Red-cockaded Woodpeckers have zygodactyl feet, having 4 fingers, which means they have two toes facing the front and two toes facing the back, that helps them to have a strong grip on trees vertically. The Red-cockaded Woodpecker use these 8 fingers with their stiff central portion tail feathers to brace on trees as they climb.
A average Red-cockaded Woodpeckers tongue is up to 4 inches long. The length can be a little different depending on which species of woodpecker. Its tongue wraps around the reinforced skull structured and squashy bone, to even out the impact of the pecking force. Red-cockaded Woodpeckers have barbed tongues that helps them remove bugs from holes and tree bark.
Feathers that look like hairs on the Red-cockaded Woodpecker nostrils, prevent ingestion of wood particles.
When feeding, drumming and building a nest cavity, a Red-cockaded Woodpecker can peck up to 20 times per second, wow that's fast! or a total between 9,000 and 12,000 pecks in a day.
Red-cockaded Woodpeckers have a prominent surge in flight comprise of three rapid wing flaps, followed by a quick glide when the Red-cockaded Woodpeckers wings are tucked against its body rather than spread out like many other birds.
The average life span of a Red-cockaded Woodpecker in the wild is 4 to 11 years, depending on the species and environment
Red-cockaded Woodpeckers are omnivores; meaning - an animal that eats food of both animal and plant and origin.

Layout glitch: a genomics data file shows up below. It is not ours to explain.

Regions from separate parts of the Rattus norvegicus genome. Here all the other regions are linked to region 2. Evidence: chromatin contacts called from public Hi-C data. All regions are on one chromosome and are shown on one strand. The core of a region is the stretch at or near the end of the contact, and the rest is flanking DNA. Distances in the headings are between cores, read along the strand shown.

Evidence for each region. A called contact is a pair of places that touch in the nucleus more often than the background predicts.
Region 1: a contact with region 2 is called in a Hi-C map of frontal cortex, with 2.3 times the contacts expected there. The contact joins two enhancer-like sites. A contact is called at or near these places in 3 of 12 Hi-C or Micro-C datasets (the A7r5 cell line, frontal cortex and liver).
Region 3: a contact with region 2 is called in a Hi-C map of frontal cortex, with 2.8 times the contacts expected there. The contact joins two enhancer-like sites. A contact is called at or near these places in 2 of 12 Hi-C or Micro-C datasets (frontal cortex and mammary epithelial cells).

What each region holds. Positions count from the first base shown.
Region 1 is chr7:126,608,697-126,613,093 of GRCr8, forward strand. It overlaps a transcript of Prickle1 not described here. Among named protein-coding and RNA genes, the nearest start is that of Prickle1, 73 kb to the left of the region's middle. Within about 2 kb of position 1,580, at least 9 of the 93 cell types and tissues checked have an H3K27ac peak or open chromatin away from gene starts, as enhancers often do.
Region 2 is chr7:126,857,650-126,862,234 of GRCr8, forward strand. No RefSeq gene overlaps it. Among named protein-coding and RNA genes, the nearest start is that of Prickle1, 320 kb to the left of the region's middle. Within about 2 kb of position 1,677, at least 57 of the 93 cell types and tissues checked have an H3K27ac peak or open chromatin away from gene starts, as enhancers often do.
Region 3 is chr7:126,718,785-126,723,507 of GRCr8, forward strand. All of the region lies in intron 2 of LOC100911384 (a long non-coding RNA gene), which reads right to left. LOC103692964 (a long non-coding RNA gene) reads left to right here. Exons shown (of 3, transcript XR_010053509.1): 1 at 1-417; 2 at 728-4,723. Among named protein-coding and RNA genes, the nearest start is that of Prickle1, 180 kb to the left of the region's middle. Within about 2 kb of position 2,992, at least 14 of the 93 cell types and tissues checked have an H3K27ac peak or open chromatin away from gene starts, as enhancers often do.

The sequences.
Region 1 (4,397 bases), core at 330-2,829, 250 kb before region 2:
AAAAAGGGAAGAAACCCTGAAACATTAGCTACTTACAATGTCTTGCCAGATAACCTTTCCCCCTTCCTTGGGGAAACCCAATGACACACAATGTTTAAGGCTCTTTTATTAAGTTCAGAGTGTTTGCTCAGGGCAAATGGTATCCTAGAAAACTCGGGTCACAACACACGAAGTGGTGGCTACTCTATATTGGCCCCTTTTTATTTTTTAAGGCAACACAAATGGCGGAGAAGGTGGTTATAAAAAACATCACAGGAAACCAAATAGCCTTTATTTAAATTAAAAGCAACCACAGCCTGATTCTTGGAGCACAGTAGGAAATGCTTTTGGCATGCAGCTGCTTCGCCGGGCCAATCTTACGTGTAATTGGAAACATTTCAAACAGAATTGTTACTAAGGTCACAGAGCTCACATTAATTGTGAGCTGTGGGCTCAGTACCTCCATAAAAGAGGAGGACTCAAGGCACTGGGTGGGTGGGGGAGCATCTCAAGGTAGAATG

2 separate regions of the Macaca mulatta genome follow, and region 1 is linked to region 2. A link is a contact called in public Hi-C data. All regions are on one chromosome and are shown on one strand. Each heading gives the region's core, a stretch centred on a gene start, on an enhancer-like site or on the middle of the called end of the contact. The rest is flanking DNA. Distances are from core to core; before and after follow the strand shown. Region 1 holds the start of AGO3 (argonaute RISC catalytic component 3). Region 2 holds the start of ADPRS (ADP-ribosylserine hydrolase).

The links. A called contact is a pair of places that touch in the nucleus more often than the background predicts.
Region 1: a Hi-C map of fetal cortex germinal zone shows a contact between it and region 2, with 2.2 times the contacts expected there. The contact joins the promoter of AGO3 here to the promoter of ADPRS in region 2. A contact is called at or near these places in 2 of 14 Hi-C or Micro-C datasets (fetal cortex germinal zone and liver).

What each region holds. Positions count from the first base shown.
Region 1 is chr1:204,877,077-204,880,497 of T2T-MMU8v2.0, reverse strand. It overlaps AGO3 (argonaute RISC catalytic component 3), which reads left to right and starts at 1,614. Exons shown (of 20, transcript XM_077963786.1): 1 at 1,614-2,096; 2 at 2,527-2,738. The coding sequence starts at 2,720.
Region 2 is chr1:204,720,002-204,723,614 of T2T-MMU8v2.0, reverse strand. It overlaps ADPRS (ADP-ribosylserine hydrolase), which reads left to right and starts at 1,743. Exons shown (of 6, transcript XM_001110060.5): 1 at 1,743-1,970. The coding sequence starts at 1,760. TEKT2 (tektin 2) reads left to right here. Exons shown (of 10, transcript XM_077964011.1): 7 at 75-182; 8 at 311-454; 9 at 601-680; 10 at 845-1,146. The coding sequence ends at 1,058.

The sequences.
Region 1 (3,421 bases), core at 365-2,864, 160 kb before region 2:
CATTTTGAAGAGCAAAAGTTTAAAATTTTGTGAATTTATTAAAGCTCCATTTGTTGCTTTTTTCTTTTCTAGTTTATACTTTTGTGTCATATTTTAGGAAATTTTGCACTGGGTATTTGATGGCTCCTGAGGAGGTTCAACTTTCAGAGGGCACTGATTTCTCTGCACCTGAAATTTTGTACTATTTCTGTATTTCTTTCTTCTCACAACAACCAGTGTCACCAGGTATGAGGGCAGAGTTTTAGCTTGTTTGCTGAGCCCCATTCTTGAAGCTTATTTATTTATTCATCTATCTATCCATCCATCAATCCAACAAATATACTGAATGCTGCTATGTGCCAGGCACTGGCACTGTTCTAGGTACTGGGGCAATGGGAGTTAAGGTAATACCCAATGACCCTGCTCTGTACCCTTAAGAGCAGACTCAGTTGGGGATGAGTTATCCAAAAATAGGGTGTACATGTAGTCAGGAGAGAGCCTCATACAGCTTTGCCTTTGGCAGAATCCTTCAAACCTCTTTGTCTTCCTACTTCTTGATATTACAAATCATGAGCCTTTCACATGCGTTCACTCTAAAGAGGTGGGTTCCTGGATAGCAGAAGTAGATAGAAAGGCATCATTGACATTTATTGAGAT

Red-cockaded Woodpeckers are monogamous meaning- the pair will mate for lifetime. Both male and female prepare the nest in the tree for babies and both will help feed them. The female Red-cockaded Woodpecker will lay between 3 and 5 eggs and the incubation period will lasts 11 to 14 days. After one month of hatching, young Red-cockaded Woodpeckers will leave the nest and venture out on there own.
Red-cockaded Woodpeckers possess a protective ocular mechanisms for protecting its eyes from shaking from the pecking impact. Red-cockaded Woodpeckers show a restricted axial globe movement due to the tight fit within the fascial tissue connections and orbit between the sclera and orbital rim.
The eyes of the Red-cockaded Woodpecker are covered with a nictitating membrane (from Latin nictare, to blink)— a translucent and transparent third eyelid - that protects the Red-cockaded Woodpeckers eyes from flying debris while pecking.
Male and female Red-cockaded Woodpeckers are able to drum hollow trees logs execrate. Since Red-cockaded Woodpeckers do not have vocal cords and don't sing, this pecking activity also plays an important role in communicating with each other. Red-cockaded Woodpeckers drumming is also to attract a mate, mark out territory, both sexes are known to drum.
Cockade - meaning: a decoration that is worn on a hat especially as part of a uniform to show a person's rank or status. The Red-cockaded Woodpecker has the tiny red line on the side of the head sometimes hiding of the male, hence the name Red-cockaded.